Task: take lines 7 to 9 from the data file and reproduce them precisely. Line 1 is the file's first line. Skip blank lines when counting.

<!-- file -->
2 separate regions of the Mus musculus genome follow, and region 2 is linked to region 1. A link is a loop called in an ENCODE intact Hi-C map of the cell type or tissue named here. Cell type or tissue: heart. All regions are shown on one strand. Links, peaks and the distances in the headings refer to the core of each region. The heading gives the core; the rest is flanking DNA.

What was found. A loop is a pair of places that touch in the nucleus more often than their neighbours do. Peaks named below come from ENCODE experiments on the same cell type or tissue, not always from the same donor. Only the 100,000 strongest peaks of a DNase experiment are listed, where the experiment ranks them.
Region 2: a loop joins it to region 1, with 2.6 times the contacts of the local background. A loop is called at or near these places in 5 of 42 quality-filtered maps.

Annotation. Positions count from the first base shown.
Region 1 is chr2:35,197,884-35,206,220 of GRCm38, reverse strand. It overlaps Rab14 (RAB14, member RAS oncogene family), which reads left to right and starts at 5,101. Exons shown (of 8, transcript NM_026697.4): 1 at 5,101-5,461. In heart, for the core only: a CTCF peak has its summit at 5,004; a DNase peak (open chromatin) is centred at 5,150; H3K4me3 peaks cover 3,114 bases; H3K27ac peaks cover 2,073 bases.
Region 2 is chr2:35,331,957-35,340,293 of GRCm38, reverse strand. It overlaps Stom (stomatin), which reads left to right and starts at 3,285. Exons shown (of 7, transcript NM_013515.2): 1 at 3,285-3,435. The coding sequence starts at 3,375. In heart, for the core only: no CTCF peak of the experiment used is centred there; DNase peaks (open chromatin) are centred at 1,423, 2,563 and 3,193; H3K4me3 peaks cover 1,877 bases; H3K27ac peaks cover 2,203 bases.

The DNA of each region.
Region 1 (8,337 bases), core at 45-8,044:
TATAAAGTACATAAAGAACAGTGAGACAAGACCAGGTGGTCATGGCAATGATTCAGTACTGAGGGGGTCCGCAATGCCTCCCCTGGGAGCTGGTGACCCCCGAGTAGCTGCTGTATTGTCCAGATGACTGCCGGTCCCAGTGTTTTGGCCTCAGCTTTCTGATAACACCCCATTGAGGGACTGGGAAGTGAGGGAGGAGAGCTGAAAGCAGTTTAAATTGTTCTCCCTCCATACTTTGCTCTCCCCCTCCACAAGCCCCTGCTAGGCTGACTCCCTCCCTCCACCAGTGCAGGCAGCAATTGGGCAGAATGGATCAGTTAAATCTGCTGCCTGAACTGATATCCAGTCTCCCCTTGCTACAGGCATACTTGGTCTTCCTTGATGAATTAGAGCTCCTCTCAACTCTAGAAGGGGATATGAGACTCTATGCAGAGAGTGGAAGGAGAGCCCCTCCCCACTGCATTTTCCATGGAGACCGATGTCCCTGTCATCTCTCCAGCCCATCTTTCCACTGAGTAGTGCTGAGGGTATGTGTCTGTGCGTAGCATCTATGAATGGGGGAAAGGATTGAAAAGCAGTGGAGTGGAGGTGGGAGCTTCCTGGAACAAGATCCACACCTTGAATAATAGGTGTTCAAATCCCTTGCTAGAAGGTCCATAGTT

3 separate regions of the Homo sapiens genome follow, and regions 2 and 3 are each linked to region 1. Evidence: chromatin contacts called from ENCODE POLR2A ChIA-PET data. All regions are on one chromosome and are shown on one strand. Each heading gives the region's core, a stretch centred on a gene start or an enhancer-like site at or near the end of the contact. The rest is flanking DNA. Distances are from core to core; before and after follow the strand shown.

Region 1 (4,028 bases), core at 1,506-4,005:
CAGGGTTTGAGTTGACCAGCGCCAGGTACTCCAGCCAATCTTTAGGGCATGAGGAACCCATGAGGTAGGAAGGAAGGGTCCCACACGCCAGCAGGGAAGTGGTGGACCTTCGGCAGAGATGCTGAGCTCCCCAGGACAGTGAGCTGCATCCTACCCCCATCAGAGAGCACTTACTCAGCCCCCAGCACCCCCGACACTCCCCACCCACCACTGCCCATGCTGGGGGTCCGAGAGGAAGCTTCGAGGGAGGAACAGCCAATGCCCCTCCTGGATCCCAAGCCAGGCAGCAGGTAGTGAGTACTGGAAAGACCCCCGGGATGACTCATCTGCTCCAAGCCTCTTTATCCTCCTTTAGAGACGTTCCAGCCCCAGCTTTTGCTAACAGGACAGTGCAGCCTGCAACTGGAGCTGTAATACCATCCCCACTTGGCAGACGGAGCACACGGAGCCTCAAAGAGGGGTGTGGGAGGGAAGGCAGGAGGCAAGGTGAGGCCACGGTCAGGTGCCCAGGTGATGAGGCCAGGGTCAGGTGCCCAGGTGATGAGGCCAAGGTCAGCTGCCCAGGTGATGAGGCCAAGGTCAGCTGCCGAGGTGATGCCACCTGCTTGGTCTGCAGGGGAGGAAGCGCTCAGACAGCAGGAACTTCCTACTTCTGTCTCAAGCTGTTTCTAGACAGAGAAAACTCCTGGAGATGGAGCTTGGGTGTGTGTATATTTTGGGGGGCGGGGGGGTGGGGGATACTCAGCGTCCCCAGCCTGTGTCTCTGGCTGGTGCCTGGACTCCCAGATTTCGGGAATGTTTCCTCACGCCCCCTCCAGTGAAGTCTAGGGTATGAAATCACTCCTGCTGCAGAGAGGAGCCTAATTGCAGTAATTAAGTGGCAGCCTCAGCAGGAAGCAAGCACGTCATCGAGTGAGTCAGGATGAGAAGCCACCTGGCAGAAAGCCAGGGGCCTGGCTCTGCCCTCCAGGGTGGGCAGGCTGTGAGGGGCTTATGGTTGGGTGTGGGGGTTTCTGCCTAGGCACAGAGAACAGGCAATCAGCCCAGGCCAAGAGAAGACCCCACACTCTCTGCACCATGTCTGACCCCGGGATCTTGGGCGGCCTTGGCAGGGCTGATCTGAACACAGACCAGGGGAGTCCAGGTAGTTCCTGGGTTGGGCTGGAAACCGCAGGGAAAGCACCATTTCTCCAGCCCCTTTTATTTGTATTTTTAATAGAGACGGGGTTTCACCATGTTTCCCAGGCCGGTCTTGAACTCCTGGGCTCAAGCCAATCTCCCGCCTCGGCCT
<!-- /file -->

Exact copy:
The DNA of each region.
Region 1 (8,337 bases), core at 45-8,044:
TATAAAGTACATAAAGAACAGTGAGACAAGACCAGGTGGTCATGGCAATGATTCAGTACTGAGGGGGTCCGCAATGCCTCCCCTGGGAGCTGGTGACCCCCGAGTAGCTGCTGTATTGTCCAGATGACTGCCGGTCCCAGTGTTTTGGCCTCAGCTTTCTGATAACACCCCATTGAGGGACTGGGAAGTGAGGGAGGAGAGCTGAAAGCAGTTTAAATTGTTCTCCCTCCATACTTTGCTCTCCCCCTCCACAAGCCCCTGCTAGGCTGACTCCCTCCCTCCACCAGTGCAGGCAGCAATTGGGCAGAATGGATCAGTTAAATCTGCTGCCTGAACTGATATCCAGTCTCCCCTTGCTACAGGCATACTTGGTCTTCCTTGATGAATTAGAGCTCCTCTCAACTCTAGAAGGGGATATGAGACTCTATGCAGAGAGTGGAAGGAGAGCCCCTCCCCACTGCATTTTCCATGGAGACCGATGTCCCTGTCATCTCTCCAGCCCATCTTTCCACTGAGTAGTGCTGAGGGTATGTGTCTGTGCGTAGCATCTATGAATGGGGGAAAGGATTGAAAAGCAGTGGAGTGGAGGTGGGAGCTTCCTGGAACAAGATCCACACCTTGAATAATAGGTGTTCAAATCCCTTGCTAGAAGGTCCATAGTT